I would like to wish you all a wonderful Christmas and Happy New Year. We can be assured of the great results we have all achieved for conservation together, and look forward to what 2018 brings.
Have a safe and restful break.
Seabird discoveries – southern Fiordland
Two years ago, we agreed to provide Te Papa free access to our DOC boat "Southern Winds" given that the research they do is so beneficial to conservation.
The Southern Winds with the survey team in Dusky Sound, February 2017
In November, Te Papa scientists Alan Tennyson and Colin Miskelly, DOC scientists Graeme Taylor and Terry Greene, and volunteer Laurie Metcalfe, broke all records in visiting 77 islands in southern Fiordland in a week of field surveys during one of the finest weather periods all year. Great work from the boat crew for getting everyone on and off the islands safely, and the biodiversity ranger who organised it all!
Their 2016 survey found 49 colonies of three petrel species (sooty shearwater, mottled petrel, and broad-billed prion) on 45 islands, with 42 colonies previously unknown. This year they found 50 petrel colonies of which 33 were previously unknown. They also discovered the first ever Antarctic prion seen in Fiordland (Auckland Islands is the nearest colony) and two threatened weevil species that appear to be thriving.
An incredible result and great to partner with Te Papa for science, and document some of the results of our Predator Free 2050 initiative.
NEXT Foundation – Neal and Annette Plowman
Christeen Mackenzie (my Corporate Services Deputy Director-General) and I were rapt to take New Zealand philanthropy's largest ever environment and education benefactors, Neal and Annette Plowman, to Fiordland last weekend to show them the results of our work on predator-free islands, the recovery in birdlife and invertebrates, and the start of conservation in New Zealand (Richard Henry's work on Resolution Island, 1894).
Neal and Annette Plowman, Fiordland
Since their $100 million donation to establish NEXT Foundation, we have worked with Neal and Annette on Project Janszoon, Taranaki Mounga and Zero Invasive Predators. They have additionally made a huge effort, with Auckland Zoo, to completely restore Rotoroa Island in the Hauraki Gulf. It was a privilege acknowledging their significant contribution to conservation in New Zealand.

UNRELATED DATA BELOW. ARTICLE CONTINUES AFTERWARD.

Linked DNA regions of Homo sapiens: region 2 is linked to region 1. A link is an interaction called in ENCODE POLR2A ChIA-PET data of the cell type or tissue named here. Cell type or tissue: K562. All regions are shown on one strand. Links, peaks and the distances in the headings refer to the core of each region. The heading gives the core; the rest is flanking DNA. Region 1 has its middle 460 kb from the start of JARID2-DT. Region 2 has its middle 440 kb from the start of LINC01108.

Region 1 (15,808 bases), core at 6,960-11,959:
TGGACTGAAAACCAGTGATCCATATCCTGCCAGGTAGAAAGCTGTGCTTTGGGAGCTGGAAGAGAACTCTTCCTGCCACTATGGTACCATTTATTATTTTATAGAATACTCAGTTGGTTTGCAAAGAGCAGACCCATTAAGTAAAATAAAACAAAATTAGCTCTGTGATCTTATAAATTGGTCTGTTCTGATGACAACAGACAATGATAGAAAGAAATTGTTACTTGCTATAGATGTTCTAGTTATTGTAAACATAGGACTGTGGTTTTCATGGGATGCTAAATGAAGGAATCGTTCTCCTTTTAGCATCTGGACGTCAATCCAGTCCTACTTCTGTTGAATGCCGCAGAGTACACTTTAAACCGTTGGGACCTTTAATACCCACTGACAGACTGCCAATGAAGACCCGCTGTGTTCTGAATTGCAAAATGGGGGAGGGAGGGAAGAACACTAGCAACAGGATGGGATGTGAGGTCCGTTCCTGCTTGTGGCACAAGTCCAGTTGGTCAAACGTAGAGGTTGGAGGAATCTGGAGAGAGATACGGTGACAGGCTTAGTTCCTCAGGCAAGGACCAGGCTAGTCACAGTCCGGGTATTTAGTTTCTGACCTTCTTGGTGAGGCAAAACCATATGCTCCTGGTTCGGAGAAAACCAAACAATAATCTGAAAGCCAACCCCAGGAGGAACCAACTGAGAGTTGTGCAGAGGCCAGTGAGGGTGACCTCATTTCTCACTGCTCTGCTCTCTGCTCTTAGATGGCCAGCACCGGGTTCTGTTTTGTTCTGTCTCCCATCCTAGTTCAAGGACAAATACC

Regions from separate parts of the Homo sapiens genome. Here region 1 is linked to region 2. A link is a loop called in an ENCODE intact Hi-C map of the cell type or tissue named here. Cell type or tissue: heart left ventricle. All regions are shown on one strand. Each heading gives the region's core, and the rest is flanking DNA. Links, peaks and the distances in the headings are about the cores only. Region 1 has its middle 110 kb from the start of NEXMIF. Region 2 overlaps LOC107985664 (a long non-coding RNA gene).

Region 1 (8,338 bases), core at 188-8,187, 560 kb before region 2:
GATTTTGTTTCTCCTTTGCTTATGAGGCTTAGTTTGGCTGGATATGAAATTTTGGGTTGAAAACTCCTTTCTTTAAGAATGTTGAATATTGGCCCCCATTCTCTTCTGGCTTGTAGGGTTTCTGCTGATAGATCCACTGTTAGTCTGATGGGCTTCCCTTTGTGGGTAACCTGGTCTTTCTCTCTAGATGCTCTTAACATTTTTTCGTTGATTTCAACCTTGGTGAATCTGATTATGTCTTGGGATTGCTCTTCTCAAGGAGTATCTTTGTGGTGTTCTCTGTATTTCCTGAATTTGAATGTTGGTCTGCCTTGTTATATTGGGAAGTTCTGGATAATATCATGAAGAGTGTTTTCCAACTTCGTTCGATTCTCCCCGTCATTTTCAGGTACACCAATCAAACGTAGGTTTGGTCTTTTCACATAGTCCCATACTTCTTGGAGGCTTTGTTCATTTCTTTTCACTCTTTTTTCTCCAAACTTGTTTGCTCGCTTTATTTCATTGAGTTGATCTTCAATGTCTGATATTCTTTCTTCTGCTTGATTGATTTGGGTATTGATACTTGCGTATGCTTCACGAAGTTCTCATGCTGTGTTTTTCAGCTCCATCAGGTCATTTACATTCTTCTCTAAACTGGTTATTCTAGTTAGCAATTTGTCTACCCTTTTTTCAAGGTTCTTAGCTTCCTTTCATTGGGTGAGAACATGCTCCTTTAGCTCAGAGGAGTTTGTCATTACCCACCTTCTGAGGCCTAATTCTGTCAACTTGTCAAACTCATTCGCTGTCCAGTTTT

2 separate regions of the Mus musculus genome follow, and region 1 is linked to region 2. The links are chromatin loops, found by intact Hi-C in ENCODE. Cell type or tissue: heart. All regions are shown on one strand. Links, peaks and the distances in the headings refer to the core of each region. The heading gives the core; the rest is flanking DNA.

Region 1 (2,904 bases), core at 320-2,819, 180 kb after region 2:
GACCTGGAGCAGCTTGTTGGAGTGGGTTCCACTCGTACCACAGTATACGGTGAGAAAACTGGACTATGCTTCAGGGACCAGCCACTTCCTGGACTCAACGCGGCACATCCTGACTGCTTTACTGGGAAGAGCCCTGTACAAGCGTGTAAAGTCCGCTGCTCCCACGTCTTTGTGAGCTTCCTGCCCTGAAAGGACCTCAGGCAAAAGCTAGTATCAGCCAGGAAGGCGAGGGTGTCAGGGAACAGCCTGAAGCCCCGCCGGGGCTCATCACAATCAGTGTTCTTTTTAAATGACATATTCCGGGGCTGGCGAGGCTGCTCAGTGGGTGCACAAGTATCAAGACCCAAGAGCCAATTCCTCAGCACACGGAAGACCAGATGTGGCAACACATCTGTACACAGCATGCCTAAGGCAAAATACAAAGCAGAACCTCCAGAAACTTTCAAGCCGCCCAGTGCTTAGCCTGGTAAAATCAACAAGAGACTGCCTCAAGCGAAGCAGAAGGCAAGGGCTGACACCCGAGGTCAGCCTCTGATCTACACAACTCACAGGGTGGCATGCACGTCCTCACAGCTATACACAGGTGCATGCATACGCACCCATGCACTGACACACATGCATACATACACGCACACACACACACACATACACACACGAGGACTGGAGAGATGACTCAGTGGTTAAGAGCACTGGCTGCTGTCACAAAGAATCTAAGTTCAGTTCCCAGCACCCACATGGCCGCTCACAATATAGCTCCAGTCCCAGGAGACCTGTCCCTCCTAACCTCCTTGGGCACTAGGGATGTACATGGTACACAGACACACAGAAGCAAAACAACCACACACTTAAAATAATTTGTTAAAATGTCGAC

Members of the Kākāpō team with a kākāpō
Landmarks Whenua Tohunga rolls into Otago
I was stoked to see four of our Icon heritage sites included as part of the Otago Landmarks Whenua Tohunga programme, launched at an event in Dunedin last week.
The Kawarau Suspension Bridge, Otago Rail Trail, Bannockburn sluicings, and Arrowtown's Chinese Settlement were amongst the final 12 places chosen as Otago Landmarks places.
The Landmarks programme supports our Heritage Stories stretch goal: 'The stories of 50 historic Icon sites are told and protected'. These Otago Landmarks each tell compelling stories of our past, and have helped shape our kiwi identity. By enabling a stronger connection to these places, visitors will be more likely to want to care for and protect them, which is great from a conservation point of view.
A visitor explores the Arrowtown Chinese Settlement – one of Otago's new Landmark sites
Image: Stefan Marks | Creative Commons
NZI Sustainable Business Network Awards 2017
It was great to hear that the 2017 NZI Sustainable Business Network Awards were so well subscribed, with 93 finalists for the awards themselves (across 10 categories) and 600 people at the awards ceremony (including Prime Minister Jacinda Adern).
This reflects the increasing awareness generally around sustainability and our shared role in contributing to a more sustainable New Zealand.
Hats off to all the winners. Especially Zealandia, winner of the DOC sponsored Restoring Nature award. We have committed to sponsoring this award again in 2018.
Back row: Daniel Harrison, Chris Charles, Pieter Tuinder, Geoff Ensor, Heather Peacocke. Front row: Keith Gell, Julie Kidd, Prime Minister Jacinda Ardern, Kat Lane, Catherine Buc.